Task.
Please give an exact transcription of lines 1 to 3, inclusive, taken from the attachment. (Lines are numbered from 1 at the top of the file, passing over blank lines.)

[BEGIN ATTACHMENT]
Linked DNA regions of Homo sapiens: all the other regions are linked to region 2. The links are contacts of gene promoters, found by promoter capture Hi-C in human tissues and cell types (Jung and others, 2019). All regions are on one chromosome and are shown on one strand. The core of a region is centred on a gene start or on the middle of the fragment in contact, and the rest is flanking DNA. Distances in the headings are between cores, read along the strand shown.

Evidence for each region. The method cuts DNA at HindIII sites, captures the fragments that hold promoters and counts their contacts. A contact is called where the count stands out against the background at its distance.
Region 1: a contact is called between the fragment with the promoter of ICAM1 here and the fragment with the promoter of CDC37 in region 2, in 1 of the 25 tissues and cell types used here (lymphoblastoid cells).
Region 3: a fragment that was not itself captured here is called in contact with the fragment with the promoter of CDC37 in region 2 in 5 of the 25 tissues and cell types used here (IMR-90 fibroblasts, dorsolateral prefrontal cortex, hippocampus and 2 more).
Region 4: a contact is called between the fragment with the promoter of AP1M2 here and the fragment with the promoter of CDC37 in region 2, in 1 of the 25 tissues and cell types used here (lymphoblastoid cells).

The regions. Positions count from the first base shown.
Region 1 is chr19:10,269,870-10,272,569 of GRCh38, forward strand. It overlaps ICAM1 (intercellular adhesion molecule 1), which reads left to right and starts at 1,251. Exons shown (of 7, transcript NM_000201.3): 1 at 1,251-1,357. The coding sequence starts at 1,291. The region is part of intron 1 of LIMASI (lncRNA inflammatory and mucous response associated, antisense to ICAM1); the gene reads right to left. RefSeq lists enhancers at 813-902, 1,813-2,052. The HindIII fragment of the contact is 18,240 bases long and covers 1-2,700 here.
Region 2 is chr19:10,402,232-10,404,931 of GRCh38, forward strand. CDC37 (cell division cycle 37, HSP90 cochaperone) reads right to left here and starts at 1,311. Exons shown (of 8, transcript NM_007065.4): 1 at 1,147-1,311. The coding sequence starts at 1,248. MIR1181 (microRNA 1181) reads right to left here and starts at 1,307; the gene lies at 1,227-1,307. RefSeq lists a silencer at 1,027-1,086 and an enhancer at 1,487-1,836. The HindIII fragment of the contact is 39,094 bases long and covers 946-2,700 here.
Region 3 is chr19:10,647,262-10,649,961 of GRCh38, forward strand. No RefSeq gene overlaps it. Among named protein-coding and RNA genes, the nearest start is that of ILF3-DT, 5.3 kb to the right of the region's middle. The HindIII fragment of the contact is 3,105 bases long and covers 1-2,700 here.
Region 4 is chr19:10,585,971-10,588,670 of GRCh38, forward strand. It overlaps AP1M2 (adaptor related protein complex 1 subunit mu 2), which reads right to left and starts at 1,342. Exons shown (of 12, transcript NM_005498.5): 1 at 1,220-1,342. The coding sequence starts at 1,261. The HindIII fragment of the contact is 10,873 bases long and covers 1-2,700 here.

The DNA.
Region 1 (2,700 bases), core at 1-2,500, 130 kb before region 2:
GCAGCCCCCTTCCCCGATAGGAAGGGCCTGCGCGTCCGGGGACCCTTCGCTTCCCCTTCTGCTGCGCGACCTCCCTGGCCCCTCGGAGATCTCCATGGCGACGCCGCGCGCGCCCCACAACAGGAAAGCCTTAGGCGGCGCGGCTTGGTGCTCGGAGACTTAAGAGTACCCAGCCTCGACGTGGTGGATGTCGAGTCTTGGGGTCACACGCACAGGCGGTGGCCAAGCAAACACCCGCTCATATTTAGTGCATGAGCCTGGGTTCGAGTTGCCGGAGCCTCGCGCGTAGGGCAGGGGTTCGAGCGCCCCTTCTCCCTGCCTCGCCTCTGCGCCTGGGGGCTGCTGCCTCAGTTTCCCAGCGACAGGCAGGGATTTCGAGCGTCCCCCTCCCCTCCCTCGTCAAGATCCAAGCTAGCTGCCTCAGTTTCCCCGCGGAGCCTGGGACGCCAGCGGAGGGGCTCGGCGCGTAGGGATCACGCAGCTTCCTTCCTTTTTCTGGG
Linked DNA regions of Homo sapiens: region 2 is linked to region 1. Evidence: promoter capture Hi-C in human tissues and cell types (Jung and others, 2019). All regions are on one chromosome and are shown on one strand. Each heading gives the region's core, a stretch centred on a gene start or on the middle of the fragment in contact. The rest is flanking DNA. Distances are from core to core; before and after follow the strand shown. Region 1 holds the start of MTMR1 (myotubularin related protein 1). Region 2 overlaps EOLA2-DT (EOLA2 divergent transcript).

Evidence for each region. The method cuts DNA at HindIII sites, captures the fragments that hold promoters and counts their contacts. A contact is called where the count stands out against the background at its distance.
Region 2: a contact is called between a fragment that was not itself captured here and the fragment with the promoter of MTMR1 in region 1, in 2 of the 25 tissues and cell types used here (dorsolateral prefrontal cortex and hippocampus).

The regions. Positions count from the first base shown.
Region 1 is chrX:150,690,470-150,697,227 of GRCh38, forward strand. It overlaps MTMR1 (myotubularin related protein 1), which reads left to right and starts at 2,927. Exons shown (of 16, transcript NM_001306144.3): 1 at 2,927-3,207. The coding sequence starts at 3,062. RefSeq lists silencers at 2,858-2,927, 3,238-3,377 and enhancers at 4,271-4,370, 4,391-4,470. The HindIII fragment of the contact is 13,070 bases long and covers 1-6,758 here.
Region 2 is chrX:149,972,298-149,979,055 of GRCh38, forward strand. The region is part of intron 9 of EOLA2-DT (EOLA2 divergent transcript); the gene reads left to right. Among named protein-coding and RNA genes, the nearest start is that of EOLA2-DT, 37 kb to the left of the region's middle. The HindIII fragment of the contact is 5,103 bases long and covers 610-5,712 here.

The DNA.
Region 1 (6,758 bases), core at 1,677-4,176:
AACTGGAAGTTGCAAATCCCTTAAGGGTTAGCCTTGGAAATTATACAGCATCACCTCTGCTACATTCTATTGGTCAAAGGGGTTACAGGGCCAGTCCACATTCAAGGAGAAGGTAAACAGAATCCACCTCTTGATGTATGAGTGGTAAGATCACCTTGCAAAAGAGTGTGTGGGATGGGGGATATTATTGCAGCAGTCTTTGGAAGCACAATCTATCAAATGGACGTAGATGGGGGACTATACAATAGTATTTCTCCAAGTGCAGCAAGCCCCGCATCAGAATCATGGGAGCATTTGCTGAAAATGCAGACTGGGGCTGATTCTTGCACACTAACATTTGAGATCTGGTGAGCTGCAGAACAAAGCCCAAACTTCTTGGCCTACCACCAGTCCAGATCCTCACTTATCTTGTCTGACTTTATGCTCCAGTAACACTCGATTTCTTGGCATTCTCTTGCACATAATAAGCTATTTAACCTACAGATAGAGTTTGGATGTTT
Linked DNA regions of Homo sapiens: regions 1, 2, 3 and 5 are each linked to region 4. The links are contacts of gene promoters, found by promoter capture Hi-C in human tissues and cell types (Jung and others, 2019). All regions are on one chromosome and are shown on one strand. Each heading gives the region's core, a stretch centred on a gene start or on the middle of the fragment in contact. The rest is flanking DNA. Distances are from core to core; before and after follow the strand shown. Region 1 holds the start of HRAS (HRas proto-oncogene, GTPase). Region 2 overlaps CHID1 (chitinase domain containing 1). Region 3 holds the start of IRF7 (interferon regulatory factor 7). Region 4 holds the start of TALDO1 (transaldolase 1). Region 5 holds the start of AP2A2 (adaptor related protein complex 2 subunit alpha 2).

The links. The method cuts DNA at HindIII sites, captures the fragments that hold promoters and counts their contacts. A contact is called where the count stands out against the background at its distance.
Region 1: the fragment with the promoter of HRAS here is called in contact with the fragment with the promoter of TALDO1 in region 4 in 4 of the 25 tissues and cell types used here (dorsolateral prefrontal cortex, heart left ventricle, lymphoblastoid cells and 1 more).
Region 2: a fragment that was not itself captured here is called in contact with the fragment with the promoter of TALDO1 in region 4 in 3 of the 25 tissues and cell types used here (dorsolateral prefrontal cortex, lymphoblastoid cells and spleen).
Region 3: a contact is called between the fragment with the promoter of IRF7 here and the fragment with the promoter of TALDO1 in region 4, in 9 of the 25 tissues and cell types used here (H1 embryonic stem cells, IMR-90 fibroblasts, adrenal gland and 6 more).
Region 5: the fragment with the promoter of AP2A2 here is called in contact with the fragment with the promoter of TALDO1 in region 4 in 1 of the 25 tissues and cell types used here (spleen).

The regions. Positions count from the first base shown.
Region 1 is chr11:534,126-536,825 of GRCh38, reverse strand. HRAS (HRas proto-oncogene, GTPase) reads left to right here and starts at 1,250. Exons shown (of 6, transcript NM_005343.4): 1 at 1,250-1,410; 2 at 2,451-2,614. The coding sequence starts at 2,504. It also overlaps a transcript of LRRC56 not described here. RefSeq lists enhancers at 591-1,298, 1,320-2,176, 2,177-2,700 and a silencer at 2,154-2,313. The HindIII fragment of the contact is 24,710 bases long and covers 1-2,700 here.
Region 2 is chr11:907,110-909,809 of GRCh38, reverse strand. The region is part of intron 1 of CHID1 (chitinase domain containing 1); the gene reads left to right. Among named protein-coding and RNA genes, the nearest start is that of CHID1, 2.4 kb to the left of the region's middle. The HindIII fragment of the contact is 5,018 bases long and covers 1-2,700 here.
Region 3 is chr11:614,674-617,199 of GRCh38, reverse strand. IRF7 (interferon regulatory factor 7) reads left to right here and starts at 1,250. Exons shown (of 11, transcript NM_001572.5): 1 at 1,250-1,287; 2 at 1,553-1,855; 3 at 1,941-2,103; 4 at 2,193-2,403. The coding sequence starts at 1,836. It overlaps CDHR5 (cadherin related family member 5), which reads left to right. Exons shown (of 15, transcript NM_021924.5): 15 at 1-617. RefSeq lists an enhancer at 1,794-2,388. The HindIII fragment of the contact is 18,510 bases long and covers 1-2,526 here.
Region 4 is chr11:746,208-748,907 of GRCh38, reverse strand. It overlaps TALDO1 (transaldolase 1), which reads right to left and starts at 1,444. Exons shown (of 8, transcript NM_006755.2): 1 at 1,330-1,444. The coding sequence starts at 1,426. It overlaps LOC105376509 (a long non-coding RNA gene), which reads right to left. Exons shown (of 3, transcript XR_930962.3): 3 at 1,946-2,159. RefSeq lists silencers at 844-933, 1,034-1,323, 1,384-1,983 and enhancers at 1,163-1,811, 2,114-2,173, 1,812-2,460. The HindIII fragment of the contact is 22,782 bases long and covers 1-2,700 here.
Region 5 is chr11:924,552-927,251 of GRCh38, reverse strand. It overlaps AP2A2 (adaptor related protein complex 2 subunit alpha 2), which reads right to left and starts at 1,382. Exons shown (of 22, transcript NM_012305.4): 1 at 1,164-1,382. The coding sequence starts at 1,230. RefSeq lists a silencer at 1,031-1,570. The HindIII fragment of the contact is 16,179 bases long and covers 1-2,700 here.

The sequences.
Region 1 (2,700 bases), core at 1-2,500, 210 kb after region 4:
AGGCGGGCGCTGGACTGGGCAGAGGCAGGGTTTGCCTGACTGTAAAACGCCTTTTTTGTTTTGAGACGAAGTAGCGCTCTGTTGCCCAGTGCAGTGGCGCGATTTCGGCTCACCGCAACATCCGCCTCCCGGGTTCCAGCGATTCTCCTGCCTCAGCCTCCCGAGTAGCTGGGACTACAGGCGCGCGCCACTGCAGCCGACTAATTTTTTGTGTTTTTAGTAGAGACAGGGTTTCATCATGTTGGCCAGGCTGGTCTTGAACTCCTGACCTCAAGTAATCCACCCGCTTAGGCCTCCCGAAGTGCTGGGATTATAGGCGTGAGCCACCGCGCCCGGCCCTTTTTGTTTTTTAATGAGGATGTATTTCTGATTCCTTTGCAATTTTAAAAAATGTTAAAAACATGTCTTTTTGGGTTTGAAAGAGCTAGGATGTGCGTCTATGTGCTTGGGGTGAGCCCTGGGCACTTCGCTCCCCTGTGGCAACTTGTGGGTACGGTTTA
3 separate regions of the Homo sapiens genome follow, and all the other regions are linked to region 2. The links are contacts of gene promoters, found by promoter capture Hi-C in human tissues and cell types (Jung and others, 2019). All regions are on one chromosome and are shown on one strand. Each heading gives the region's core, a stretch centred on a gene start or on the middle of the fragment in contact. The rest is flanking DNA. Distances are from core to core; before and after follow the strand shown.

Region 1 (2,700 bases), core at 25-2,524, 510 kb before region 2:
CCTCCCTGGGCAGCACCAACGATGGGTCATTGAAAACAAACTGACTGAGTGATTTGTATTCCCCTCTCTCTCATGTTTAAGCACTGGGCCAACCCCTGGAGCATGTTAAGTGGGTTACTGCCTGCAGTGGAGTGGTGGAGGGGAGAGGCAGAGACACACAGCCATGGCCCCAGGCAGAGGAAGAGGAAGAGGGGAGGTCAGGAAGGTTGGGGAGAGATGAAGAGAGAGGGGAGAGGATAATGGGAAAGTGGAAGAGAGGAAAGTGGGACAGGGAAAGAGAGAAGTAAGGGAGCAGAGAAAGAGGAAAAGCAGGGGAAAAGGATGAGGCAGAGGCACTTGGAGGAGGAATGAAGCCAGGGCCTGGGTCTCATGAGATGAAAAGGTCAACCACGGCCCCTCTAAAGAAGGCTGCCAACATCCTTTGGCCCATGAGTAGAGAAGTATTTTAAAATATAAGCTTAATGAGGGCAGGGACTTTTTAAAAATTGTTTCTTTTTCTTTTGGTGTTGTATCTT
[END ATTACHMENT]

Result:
Linked DNA regions of Homo sapiens: all the other regions are linked to region 2. The links are contacts of gene promoters, found by promoter capture Hi-C in human tissues and cell types (Jung and others, 2019). All regions are on one chromosome and are shown on one strand. The core of a region is centred on a gene start or on the middle of the fragment in contact, and the rest is flanking DNA. Distances in the headings are between cores, read along the strand shown.

Evidence for each region. The method cuts DNA at HindIII sites, captures the fragments that hold promoters and counts their contacts. A contact is called where the count stands out against the background at its distance.
Region 1: a contact is called between the fragment with the promoter of ICAM1 here and the fragment with the promoter of CDC37 in region 2, in 1 of the 25 tissues and cell types used here (lymphoblastoid cells).